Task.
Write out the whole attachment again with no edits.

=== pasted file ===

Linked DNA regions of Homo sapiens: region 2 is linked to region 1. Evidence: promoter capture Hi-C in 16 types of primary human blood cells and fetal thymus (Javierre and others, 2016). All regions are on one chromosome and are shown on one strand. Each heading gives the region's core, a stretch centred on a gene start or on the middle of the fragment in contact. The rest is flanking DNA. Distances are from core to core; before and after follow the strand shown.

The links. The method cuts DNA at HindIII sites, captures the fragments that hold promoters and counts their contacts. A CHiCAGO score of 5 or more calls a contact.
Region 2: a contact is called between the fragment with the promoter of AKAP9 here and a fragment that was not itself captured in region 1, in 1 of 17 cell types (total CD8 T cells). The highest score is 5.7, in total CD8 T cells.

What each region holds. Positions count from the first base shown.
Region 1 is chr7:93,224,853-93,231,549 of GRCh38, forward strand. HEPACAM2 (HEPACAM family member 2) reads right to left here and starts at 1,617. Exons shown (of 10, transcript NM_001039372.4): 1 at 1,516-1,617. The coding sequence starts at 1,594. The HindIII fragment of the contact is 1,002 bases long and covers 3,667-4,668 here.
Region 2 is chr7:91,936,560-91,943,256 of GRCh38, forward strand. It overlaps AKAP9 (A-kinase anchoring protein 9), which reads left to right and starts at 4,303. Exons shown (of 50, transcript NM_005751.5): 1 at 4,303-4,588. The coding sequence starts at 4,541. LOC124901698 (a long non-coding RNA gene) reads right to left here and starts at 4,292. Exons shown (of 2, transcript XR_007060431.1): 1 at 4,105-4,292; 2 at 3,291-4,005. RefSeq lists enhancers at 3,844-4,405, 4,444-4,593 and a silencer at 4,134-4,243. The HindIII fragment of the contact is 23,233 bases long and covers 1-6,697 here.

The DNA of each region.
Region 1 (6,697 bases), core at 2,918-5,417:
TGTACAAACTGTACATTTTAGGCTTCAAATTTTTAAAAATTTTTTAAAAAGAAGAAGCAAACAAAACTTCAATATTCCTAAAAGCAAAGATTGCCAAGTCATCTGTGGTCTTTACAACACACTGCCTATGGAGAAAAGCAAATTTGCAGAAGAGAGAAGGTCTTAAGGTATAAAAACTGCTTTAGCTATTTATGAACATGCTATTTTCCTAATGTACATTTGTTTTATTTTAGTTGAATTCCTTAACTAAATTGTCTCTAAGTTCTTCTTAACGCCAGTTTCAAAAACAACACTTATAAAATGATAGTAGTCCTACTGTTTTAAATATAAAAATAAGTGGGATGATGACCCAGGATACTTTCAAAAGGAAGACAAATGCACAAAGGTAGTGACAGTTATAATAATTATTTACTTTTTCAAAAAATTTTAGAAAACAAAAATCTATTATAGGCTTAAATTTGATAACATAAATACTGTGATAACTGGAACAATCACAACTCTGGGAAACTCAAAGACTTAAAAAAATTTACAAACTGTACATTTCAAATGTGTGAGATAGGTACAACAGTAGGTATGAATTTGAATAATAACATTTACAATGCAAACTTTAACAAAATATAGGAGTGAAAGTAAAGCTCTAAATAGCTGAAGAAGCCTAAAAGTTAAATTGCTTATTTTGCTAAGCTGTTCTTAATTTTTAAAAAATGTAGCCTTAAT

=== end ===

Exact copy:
Linked DNA regions of Homo sapiens: region 2 is linked to region 1. Evidence: promoter capture Hi-C in 16 types of primary human blood cells and fetal thymus (Javierre and others, 2016). All regions are on one chromosome and are shown on one strand. Each heading gives the region's core, a stretch centred on a gene start or on the middle of the fragment in contact. The rest is flanking DNA. Distances are from core to core; before and after follow the strand shown.

The links. The method cuts DNA at HindIII sites, captures the fragments that hold promoters and counts their contacts. A CHiCAGO score of 5 or more calls a contact.
Region 2: a contact is called between the fragment with the promoter of AKAP9 here and a fragment that was not itself captured in region 1, in 1 of 17 cell types (total CD8 T cells). The highest score is 5.7, in total CD8 T cells.

What each region holds. Positions count from the first base shown.
Region 1 is chr7:93,224,853-93,231,549 of GRCh38, forward strand. HEPACAM2 (HEPACAM family member 2) reads right to left here and starts at 1,617. Exons shown (of 10, transcript NM_001039372.4): 1 at 1,516-1,617. The coding sequence starts at 1,594. The HindIII fragment of the contact is 1,002 bases long and covers 3,667-4,668 here.
Region 2 is chr7:91,936,560-91,943,256 of GRCh38, forward strand. It overlaps AKAP9 (A-kinase anchoring protein 9), which reads left to right and starts at 4,303. Exons shown (of 50, transcript NM_005751.5): 1 at 4,303-4,588. The coding sequence starts at 4,541. LOC124901698 (a long non-coding RNA gene) reads right to left here and starts at 4,292. Exons shown (of 2, transcript XR_007060431.1): 1 at 4,105-4,292; 2 at 3,291-4,005. RefSeq lists enhancers at 3,844-4,405, 4,444-4,593 and a silencer at 4,134-4,243. The HindIII fragment of the contact is 23,233 bases long and covers 1-6,697 here.

The DNA of each region.
Region 1 (6,697 bases), core at 2,918-5,417:
TGTACAAACTGTACATTTTAGGCTTCAAATTTTTAAAAATTTTTTAAAAAGAAGAAGCAAACAAAACTTCAATATTCCTAAAAGCAAAGATTGCCAAGTCATCTGTGGTCTTTACAACACACTGCCTATGGAGAAAAGCAAATTTGCAGAAGAGAGAAGGTCTTAAGGTATAAAAACTGCTTTAGCTATTTATGAACATGCTATTTTCCTAATGTACATTTGTTTTATTTTAGTTGAATTCCTTAACTAAATTGTCTCTAAGTTCTTCTTAACGCCAGTTTCAAAAACAACACTTATAAAATGATAGTAGTCCTACTGTTTTAAATATAAAAATAAGTGGGATGATGACCCAGGATACTTTCAAAAGGAAGACAAATGCACAAAGGTAGTGACAGTTATAATAATTATTTACTTTTTCAAAAAATTTTAGAAAACAAAAATCTATTATAGGCTTAAATTTGATAACATAAATACTGTGATAACTGGAACAATCACAACTCTGGGAAACTCAAAGACTTAAAAAAATTTACAAACTGTACATTTCAAATGTGTGAGATAGGTACAACAGTAGGTATGAATTTGAATAATAACATTTACAATGCAAACTTTAACAAAATATAGGAGTGAAAGTAAAGCTCTAAATAGCTGAAGAAGCCTAAAAGTTAAATTGCTTATTTTGCTAAGCTGTTCTTAATTTTTAAAAAATGTAGCCTTAAT